Jan 11, 2016

Monday, January 11, 2016 Gail Grabowski and Bruce Venzke

Theme: No Standing - Sit anywhere.

20A. *Mattress support : BOX SPRING. Box Seats.

39A. *Light, friendly punch : LOVE TAP. Love Seats.

56A. Spots for airline magazines ... and, literally, what the first words of the answers to starred clues can all have : SEATBACKS

11D. *Wishful lifetime agenda : BUCKET LIST. Bucket Seats.

27D. *Slapstick slipping cause : BANANA PEEL. Banana Seats.

Argyle here. One problem I anticipate is certain anons will have a nit field day.


1. Potato bag : SACK

5. Rod in a grill : SPIT

9. Macaroni shape : ELBOW

14. Vintage soda : NEHI

15. Chisholm Trail city : WACO

16. Red, in roulette : ROUGE

17. Mine extracts : OREs

18. Club used for chipping : IRON

19. Capital of Ghana : ACCRA

22. Spoken for : TAKEN

23. Skinny fish : EELs

24. Quick message : NOTE

25. Blue Ribbon beer : PABST

28. Palm Pilot, e.g., briefly : PDA. (personal data assistant)

30. Carve in stone : ETCH

33. Attributive menu words : À LA

34. Parisian partings : ADIEUs

37. Leave rolling in the aisles : SLAY

38. Sermon topic : SIN

41. Sitter's handful : IMP or 63A. Sitter's handful : BRAT

42. What some missiles seek : HEAT

44. Stevenson title doctor : JEKYLL

45. "I warned you!" : "SEE!"

46. Gothic fiction author Rice : ANNE. The Vampire Chronicles.

47. WWII espionage gp. : OSS. (Office of Strategic Services)

48. Bugs and Jags : AUTOS. Volkswagen and Jaguar Land Rover.

50. "Fire" bugs : ANTS. Fire ants.

52. Bourgogne and Chablis : VINs. French spelling of regional wines.

54. Longstocking of kiddie lit : PIPPI. Another red-headed girl but not like Anne of Green Gables.

61. NBA great Shaquille : O'NEAL

62. Footnote "p" : PAGE

64. Modern mil. treaty violation : N-TEST

65. Egg cell : OVUM

66. Humdinger : LULU

67. Knuckleheads : DOLTS

68. Short- or long-sleeved tops : TEEs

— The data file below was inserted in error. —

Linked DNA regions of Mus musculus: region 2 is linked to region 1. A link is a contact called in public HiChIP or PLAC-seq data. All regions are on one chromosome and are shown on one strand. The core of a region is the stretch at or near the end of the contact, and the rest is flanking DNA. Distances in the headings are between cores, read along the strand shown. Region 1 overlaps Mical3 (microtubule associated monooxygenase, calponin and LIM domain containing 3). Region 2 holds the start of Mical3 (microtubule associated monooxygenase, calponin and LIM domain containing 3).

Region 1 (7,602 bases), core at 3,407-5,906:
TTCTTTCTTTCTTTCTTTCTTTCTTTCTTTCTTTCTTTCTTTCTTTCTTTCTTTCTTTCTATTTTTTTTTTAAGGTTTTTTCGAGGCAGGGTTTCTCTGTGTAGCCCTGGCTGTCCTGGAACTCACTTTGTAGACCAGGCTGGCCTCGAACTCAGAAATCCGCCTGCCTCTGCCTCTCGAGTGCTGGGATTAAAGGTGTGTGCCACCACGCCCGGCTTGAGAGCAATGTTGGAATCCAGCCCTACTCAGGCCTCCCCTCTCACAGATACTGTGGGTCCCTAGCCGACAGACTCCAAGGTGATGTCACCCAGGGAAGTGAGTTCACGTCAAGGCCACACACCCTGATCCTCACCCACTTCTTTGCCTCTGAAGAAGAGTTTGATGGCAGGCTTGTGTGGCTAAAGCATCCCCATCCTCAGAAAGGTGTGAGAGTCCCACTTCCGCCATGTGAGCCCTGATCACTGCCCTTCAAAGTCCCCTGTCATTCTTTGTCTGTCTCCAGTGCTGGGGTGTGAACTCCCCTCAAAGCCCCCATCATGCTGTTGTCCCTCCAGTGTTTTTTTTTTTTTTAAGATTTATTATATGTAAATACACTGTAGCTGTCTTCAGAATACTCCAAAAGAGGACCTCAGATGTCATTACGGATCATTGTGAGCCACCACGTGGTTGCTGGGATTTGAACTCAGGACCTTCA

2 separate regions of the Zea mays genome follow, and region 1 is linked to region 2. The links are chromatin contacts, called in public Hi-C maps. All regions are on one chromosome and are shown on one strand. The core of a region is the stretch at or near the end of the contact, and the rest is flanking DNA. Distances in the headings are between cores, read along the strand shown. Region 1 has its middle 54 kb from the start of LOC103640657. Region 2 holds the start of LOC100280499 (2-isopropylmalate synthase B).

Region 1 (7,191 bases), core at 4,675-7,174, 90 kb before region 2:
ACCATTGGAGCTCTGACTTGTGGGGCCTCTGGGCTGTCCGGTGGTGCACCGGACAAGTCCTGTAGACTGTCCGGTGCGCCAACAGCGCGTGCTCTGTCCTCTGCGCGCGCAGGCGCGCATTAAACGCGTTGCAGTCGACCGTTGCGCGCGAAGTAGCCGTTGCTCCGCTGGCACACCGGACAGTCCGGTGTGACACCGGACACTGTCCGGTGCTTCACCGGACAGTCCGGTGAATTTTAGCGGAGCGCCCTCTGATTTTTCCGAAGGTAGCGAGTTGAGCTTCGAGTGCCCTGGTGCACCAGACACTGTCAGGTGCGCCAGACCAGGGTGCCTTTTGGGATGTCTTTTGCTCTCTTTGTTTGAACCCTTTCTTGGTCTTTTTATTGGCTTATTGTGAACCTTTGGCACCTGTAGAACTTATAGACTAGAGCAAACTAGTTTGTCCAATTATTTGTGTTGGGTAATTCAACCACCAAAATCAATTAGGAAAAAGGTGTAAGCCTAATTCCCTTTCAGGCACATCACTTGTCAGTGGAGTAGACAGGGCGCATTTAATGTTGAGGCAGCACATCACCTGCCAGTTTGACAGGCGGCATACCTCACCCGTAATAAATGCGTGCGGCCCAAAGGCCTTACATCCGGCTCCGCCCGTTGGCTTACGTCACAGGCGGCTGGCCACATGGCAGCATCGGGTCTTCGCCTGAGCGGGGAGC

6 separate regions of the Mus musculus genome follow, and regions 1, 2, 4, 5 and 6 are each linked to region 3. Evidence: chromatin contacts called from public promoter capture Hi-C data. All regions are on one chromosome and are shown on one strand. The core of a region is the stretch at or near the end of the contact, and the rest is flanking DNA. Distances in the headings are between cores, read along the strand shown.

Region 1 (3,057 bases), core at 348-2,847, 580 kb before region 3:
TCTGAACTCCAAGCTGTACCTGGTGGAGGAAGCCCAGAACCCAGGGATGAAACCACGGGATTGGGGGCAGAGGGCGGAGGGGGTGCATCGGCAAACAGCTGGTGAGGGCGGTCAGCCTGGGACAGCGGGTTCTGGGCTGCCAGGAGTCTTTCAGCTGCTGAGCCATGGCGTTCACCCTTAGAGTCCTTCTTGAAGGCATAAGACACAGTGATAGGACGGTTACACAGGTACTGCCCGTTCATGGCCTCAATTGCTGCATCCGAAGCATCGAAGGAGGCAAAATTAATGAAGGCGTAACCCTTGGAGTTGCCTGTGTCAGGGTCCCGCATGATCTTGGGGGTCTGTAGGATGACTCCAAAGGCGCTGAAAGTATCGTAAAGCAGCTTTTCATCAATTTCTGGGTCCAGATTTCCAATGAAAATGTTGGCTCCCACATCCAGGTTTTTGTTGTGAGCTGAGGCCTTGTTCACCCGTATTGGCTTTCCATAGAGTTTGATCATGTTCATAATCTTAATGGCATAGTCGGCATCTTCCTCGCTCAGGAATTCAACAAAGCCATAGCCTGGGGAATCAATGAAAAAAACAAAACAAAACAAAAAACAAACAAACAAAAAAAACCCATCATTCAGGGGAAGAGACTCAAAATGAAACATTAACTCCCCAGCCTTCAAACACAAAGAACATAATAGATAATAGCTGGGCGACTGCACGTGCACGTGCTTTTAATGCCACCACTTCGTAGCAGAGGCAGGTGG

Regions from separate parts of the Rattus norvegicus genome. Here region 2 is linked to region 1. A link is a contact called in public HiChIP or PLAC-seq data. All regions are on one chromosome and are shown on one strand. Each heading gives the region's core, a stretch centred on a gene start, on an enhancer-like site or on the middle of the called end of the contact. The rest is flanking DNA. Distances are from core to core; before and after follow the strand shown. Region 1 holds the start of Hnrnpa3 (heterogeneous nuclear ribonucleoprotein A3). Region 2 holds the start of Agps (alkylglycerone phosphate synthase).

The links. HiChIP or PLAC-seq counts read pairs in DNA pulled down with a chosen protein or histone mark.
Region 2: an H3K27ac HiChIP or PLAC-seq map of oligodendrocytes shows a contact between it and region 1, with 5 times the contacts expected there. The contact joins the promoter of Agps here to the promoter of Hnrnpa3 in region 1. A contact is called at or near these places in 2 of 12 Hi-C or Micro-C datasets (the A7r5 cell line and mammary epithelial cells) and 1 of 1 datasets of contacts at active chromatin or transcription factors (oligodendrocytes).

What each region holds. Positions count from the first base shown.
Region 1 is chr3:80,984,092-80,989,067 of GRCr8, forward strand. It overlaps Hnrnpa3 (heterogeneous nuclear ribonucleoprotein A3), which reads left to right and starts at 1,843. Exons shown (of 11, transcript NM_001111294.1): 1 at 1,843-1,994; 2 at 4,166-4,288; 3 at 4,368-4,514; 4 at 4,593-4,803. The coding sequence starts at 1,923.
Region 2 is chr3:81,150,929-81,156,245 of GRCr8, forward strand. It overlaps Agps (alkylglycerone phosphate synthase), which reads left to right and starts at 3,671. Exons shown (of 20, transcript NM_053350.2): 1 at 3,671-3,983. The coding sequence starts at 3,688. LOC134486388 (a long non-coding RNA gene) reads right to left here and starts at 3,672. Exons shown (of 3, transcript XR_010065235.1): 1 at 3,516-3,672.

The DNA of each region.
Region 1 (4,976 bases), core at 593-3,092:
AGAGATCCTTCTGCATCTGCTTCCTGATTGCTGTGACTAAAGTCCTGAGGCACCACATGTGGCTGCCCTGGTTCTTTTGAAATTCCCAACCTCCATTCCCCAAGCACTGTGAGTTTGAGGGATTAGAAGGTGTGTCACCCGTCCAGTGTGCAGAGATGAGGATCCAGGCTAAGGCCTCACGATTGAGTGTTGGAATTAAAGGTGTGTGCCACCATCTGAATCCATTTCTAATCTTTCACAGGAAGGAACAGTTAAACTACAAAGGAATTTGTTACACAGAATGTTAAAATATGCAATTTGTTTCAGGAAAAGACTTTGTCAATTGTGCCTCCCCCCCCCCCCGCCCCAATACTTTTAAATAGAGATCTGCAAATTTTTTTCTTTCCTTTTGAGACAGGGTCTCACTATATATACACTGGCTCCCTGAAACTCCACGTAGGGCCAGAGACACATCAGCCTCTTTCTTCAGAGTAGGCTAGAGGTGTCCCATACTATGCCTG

69. Marked, as a ballot : EXed


1. Stereotypical "Dahling!" speaker : SNOB

2. Flight-related prefix : AERO

3. General Mills brand : CHEX

4. Affectionate greetings : KISSES. Air kisses, Dahling.

5. Marble cake pattern : SWIRL

6. Capital on the Seine : PARIS

7. Pic to click : ICON

8. Grab from the grill, as a hot dog : TONG

9. Poetry Muse : ERATO

10. Tracks down : LOCATES

12. Storybook brute : OGRE

13. Withdraw gradually : WEAN

21. "He loves me" piece : PETAL

24. Sounding like one has a cold : NASAL

25. Old Turkish title : PASHA

26. Otherworldly : ALIEN

28. Sneaks a look : PEEKS

29. Obligation : DUTY

31. Typical Hitchcock role : CAMEO

32. Publicizes aggressively : HYPEs

35. Martial arts schools : DOJOs

36. Currier's colleague : IVES. Millard Fillmore's?

40. Backup strategy : PLAN B

43. When the big hand is on two : TEN PAST

49. In working order : USABLE

51. Leans slightly : TILTS

52. Beating around the bush : VAGUE

53. Agenda bullets : ITEMS

54. Common koi habitat : POND

55. Look __: investigate : INTO

56. Washday woe : SPOT

57. Nesting site, perhaps : EAVE

58. Essence : CRUX

59. Leafy veggie baked for chips : KALE. Baby Blues/Rick Kirkman and Jerry Scott/Jan. 10, 2016

60. Gym specimen : STUD. How to find a stud.


OwenKL said...

They say Susie's heart is an affection trap,
She absorbs all amour from across the map.
She deems it her DUTY
To give out that booty,
She pours it like PABST from her heart's LOVE TAP!